As landscape photographers we often have preconceptions of what things are going to look like, what images we are going to see, and even what the weather is going to do. A little bit of this can be helpful by allowing proper planning and preparation, but locking yourself in to a previsualized outcome can often lead to disaster. Let's explore the last case. If possible, I try to see what the weather is supposed to do. I check sunset, sunrise, moonset, moonrise times and directions. I look at maps and if possible previous images of a site before going. Sometimes I have help from someone who has been to a particular location. That was the case on the recent Yosemite Valley workshop with Steve. After digesting all the information I could get, we arrived at the location for our last sunset, Valley View. I had ideas of what I thought would happen and what shot I wanted to take. Unfortunately the skies were overcast, with no hint of color and nothing to make me think things would change before dark. I took several photographs of the overcast scene, but I was disappointed because it didn't look like the shot I had preconceived would happen.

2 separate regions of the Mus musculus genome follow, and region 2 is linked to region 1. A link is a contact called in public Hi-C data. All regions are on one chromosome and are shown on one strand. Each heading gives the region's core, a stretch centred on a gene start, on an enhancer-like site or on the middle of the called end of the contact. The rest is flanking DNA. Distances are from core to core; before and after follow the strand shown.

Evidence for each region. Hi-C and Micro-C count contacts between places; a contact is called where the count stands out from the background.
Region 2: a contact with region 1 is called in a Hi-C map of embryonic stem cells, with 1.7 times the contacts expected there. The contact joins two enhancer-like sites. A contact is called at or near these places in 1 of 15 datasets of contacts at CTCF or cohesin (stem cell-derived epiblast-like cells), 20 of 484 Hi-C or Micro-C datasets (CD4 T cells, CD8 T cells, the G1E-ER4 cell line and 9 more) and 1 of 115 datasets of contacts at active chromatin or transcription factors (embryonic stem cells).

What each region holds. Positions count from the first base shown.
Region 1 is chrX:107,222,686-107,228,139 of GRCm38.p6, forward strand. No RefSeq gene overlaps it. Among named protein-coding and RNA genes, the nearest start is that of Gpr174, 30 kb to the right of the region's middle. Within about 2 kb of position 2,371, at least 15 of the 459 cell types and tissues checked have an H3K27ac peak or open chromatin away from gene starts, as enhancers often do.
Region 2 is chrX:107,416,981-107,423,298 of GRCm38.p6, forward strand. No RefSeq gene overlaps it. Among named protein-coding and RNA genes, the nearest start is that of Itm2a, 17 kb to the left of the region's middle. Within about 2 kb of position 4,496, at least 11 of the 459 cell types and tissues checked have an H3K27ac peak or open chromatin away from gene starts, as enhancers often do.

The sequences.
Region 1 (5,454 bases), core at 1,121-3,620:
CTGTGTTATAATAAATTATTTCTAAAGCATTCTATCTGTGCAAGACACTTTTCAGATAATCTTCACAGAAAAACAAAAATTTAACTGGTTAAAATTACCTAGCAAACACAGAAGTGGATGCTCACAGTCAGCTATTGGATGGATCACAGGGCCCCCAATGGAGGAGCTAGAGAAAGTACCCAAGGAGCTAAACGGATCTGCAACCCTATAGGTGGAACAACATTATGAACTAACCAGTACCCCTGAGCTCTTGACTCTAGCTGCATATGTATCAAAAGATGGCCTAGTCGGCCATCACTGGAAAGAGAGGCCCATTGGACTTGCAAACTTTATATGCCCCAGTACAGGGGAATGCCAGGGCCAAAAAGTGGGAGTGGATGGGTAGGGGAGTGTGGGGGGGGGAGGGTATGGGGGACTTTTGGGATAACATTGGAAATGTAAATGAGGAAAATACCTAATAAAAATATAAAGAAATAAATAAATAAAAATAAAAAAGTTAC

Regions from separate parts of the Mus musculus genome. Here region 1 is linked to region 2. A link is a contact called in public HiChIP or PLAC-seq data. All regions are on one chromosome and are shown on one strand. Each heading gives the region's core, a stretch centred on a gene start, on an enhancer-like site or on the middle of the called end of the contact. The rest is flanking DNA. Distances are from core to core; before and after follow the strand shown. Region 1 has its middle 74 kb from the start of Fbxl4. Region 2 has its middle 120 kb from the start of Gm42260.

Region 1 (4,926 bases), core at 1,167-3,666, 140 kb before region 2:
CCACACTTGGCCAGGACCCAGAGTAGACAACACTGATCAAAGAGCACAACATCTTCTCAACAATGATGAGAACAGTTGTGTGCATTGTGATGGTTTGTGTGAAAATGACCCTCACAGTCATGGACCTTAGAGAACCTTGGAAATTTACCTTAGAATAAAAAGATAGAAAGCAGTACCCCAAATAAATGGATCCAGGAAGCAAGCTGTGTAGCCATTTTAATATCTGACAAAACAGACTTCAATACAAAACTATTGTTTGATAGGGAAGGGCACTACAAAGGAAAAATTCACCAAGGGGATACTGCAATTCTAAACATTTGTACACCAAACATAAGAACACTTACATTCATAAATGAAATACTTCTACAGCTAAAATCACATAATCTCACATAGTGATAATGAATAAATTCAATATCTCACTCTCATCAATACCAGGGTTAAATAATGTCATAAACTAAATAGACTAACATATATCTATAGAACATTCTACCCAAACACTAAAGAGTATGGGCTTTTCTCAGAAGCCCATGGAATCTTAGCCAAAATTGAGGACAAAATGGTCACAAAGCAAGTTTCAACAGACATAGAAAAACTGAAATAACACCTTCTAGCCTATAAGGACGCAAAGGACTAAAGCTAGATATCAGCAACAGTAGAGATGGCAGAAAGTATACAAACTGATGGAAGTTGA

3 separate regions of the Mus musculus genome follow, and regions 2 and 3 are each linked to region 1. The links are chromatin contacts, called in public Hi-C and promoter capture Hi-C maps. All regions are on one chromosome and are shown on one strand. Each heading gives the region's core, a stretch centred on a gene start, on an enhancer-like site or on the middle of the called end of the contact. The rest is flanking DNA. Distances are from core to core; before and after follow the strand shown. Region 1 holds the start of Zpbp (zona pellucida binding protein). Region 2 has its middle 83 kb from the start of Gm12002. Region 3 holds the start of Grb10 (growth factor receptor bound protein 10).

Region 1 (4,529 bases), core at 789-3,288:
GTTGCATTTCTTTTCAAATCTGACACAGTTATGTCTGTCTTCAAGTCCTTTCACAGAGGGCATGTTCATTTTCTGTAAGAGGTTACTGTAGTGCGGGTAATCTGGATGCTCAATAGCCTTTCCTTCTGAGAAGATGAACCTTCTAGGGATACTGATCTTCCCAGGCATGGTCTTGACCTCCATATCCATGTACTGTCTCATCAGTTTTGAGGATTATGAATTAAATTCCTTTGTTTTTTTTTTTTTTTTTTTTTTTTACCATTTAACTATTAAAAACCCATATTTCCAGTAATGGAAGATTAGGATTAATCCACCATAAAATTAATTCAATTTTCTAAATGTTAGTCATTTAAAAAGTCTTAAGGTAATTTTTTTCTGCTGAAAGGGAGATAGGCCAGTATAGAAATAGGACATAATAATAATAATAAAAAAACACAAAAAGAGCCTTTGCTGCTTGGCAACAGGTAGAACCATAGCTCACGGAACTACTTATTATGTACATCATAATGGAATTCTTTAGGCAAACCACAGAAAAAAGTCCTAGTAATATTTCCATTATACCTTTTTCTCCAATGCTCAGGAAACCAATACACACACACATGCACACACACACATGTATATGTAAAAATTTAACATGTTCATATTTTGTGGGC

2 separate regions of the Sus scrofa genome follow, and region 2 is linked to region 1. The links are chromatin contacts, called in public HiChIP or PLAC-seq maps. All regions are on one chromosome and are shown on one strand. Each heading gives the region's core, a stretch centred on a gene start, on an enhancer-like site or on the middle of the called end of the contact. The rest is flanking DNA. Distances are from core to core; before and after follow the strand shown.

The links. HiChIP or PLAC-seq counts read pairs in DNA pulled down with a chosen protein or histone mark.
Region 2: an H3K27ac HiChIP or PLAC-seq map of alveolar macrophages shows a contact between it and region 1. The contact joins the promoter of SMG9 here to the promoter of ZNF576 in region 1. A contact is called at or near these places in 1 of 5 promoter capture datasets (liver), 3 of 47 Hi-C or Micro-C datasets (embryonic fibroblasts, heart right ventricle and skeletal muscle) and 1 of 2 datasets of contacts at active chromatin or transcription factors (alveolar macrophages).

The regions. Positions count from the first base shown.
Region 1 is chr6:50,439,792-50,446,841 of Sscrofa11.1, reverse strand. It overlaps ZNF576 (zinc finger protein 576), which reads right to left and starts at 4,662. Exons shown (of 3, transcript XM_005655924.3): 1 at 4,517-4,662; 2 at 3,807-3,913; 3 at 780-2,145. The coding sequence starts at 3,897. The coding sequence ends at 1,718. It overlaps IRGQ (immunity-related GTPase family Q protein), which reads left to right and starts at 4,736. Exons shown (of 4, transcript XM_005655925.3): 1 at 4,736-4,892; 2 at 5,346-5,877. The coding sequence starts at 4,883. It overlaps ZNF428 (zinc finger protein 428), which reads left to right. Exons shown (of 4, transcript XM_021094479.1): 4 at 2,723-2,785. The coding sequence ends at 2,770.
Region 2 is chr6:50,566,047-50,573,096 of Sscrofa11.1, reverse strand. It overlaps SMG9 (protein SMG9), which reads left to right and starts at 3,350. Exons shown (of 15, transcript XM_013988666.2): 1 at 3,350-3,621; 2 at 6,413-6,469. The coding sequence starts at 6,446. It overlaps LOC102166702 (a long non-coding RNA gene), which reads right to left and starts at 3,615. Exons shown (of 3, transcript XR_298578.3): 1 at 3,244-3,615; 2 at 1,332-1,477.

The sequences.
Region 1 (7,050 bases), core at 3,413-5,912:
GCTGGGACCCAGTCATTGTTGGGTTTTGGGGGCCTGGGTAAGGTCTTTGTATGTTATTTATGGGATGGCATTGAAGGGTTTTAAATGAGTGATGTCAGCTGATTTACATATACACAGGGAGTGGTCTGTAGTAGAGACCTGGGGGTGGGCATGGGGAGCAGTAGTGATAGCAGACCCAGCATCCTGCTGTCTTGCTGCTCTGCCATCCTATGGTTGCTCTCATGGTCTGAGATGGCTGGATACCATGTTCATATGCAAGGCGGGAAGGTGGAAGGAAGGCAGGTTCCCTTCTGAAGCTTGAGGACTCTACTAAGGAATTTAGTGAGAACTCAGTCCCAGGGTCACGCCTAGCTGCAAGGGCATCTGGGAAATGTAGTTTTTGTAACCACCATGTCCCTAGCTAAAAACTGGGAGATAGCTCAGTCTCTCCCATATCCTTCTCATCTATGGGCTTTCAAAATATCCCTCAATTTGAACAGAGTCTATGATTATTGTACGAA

I'm sure most of us have sat through many sunsets and sunrises when, for many reasons, the shot didn't happen. Usually it's weather. Either too much or not enough. I've done the opposite also as I'm sure many have; giving up too early and then having something spectacular happen. The worst of these I can remember was sitting for a couple of hours on the Grand View overlook at Canyonlands with dense clouds and no hint that the sun could peek through on the horizon. I packed up and drove away, only to be surprised by a red glow in the rear view mirror. It was gone before I could get my camera out again, and I missed a great sunset. This time, I was going to stick it out till there was no chance for something good to happen. As the time for sunset came, people were yelling, "Stick a fork in it. It's done!" Then, just at the time of official sunset, a slight red glow appeared on El Capitan. It deepened and brightened. It was one of those rare moments when things all fall into place. One of those times when the scene is so beautiful and so surprising (especially after my negative preconception of what the weather would do) that I almost forgot to open the shutter. Fortunately I did, and got the image I wanted. As others have said, "If you don't open the shutter, you won't get the shot." You surely won't get the shot if you give up too soon. F8 and be there!